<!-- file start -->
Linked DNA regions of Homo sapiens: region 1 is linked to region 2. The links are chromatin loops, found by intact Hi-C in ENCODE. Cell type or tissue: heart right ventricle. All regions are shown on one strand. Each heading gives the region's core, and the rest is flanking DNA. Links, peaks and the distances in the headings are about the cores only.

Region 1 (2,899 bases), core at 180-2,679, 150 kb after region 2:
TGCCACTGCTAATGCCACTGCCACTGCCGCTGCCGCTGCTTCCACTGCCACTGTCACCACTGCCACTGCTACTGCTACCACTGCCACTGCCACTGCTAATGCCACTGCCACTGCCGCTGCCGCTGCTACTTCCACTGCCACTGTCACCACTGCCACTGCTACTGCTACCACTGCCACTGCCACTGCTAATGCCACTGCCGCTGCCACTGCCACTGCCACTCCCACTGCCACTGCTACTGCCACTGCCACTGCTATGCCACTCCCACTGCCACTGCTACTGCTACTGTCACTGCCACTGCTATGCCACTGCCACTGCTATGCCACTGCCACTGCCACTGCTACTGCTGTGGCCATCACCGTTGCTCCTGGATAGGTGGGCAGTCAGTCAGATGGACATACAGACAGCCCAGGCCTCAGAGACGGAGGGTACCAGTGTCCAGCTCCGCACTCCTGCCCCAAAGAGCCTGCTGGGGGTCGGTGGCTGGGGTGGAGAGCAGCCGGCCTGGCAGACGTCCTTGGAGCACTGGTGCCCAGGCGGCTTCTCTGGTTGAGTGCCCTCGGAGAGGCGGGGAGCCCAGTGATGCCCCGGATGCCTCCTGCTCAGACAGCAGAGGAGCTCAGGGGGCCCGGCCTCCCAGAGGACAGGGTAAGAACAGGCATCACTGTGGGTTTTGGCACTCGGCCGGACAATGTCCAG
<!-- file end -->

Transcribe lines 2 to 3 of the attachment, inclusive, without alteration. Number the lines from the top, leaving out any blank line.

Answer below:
Region 1 (2,899 bases), core at 180-2,679, 150 kb after region 2:
TGCCACTGCTAATGCCACTGCCACTGCCGCTGCCGCTGCTTCCACTGCCACTGTCACCACTGCCACTGCTACTGCTACCACTGCCACTGCCACTGCTAATGCCACTGCCACTGCCGCTGCCGCTGCTACTTCCACTGCCACTGTCACCACTGCCACTGCTACTGCTACCACTGCCACTGCCACTGCTAATGCCACTGCCGCTGCCACTGCCACTGCCACTCCCACTGCCACTGCTACTGCCACTGCCACTGCTATGCCACTCCCACTGCCACTGCTACTGCTACTGTCACTGCCACTGCTATGCCACTGCCACTGCTATGCCACTGCCACTGCCACTGCTACTGCTGTGGCCATCACCGTTGCTCCTGGATAGGTGGGCAGTCAGTCAGATGGACATACAGACAGCCCAGGCCTCAGAGACGGAGGGTACCAGTGTCCAGCTCCGCACTCCTGCCCCAAAGAGCCTGCTGGGGGTCGGTGGCTGGGGTGGAGAGCAGCCGGCCTGGCAGACGTCCTTGGAGCACTGGTGCCCAGGCGGCTTCTCTGGTTGAGTGCCCTCGGAGAGGCGGGGAGCCCAGTGATGCCCCGGATGCCTCCTGCTCAGACAGCAGAGGAGCTCAGGGGGCCCGGCCTCCCAGAGGACAGGGTAAGAACAGGCATCACTGTGGGTTTTGGCACTCGGCCGGACAATGTCCAG